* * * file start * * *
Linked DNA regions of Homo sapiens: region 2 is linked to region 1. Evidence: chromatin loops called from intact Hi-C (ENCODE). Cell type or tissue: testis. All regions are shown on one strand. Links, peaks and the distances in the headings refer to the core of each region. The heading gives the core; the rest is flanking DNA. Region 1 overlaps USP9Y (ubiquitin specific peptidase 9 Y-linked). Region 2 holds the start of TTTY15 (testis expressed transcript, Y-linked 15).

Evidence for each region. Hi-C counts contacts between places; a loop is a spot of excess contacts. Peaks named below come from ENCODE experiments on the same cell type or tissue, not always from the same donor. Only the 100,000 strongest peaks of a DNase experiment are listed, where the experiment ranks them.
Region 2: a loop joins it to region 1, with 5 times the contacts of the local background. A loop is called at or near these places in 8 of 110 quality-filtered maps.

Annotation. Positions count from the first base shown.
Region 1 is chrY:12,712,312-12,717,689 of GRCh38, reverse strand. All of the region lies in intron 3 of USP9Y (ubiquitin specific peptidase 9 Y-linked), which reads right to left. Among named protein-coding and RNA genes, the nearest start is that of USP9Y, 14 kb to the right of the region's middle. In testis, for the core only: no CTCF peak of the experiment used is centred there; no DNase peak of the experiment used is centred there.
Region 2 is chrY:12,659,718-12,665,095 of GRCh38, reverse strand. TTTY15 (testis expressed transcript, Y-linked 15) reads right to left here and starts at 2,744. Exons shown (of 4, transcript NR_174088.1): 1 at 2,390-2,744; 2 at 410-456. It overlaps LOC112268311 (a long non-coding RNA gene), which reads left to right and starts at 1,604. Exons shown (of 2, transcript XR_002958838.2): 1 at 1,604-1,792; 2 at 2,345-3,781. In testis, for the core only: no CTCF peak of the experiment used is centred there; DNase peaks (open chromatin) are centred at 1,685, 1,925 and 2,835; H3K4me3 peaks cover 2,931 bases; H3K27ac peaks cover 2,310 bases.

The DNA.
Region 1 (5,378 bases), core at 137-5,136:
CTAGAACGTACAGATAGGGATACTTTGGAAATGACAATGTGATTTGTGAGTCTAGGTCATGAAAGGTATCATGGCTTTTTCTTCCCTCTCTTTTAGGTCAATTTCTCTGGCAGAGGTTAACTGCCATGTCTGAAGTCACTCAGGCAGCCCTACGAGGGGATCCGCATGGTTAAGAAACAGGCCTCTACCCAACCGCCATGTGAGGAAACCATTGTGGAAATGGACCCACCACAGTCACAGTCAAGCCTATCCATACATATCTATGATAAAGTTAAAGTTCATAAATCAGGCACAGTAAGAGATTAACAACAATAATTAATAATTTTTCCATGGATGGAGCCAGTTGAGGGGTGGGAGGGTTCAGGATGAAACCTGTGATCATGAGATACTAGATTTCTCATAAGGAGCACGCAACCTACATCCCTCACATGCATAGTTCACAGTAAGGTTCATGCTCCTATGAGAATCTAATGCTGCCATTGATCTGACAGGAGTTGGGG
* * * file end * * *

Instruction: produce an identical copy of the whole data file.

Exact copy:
Linked DNA regions of Homo sapiens: region 2 is linked to region 1. Evidence: chromatin loops called from intact Hi-C (ENCODE). Cell type or tissue: testis. All regions are shown on one strand. Links, peaks and the distances in the headings refer to the core of each region. The heading gives the core; the rest is flanking DNA. Region 1 overlaps USP9Y (ubiquitin specific peptidase 9 Y-linked). Region 2 holds the start of TTTY15 (testis expressed transcript, Y-linked 15).

Evidence for each region. Hi-C counts contacts between places; a loop is a spot of excess contacts. Peaks named below come from ENCODE experiments on the same cell type or tissue, not always from the same donor. Only the 100,000 strongest peaks of a DNase experiment are listed, where the experiment ranks them.
Region 2: a loop joins it to region 1, with 5 times the contacts of the local background. A loop is called at or near these places in 8 of 110 quality-filtered maps.

Annotation. Positions count from the first base shown.
Region 1 is chrY:12,712,312-12,717,689 of GRCh38, reverse strand. All of the region lies in intron 3 of USP9Y (ubiquitin specific peptidase 9 Y-linked), which reads right to left. Among named protein-coding and RNA genes, the nearest start is that of USP9Y, 14 kb to the right of the region's middle. In testis, for the core only: no CTCF peak of the experiment used is centred there; no DNase peak of the experiment used is centred there.
Region 2 is chrY:12,659,718-12,665,095 of GRCh38, reverse strand. TTTY15 (testis expressed transcript, Y-linked 15) reads right to left here and starts at 2,744. Exons shown (of 4, transcript NR_174088.1): 1 at 2,390-2,744; 2 at 410-456. It overlaps LOC112268311 (a long non-coding RNA gene), which reads left to right and starts at 1,604. Exons shown (of 2, transcript XR_002958838.2): 1 at 1,604-1,792; 2 at 2,345-3,781. In testis, for the core only: no CTCF peak of the experiment used is centred there; DNase peaks (open chromatin) are centred at 1,685, 1,925 and 2,835; H3K4me3 peaks cover 2,931 bases; H3K27ac peaks cover 2,310 bases.

The DNA.
Region 1 (5,378 bases), core at 137-5,136:
CTAGAACGTACAGATAGGGATACTTTGGAAATGACAATGTGATTTGTGAGTCTAGGTCATGAAAGGTATCATGGCTTTTTCTTCCCTCTCTTTTAGGTCAATTTCTCTGGCAGAGGTTAACTGCCATGTCTGAAGTCACTCAGGCAGCCCTACGAGGGGATCCGCATGGTTAAGAAACAGGCCTCTACCCAACCGCCATGTGAGGAAACCATTGTGGAAATGGACCCACCACAGTCACAGTCAAGCCTATCCATACATATCTATGATAAAGTTAAAGTTCATAAATCAGGCACAGTAAGAGATTAACAACAATAATTAATAATTTTTCCATGGATGGAGCCAGTTGAGGGGTGGGAGGGTTCAGGATGAAACCTGTGATCATGAGATACTAGATTTCTCATAAGGAGCACGCAACCTACATCCCTCACATGCATAGTTCACAGTAAGGTTCATGCTCCTATGAGAATCTAATGCTGCCATTGATCTGACAGGAGTTGGGG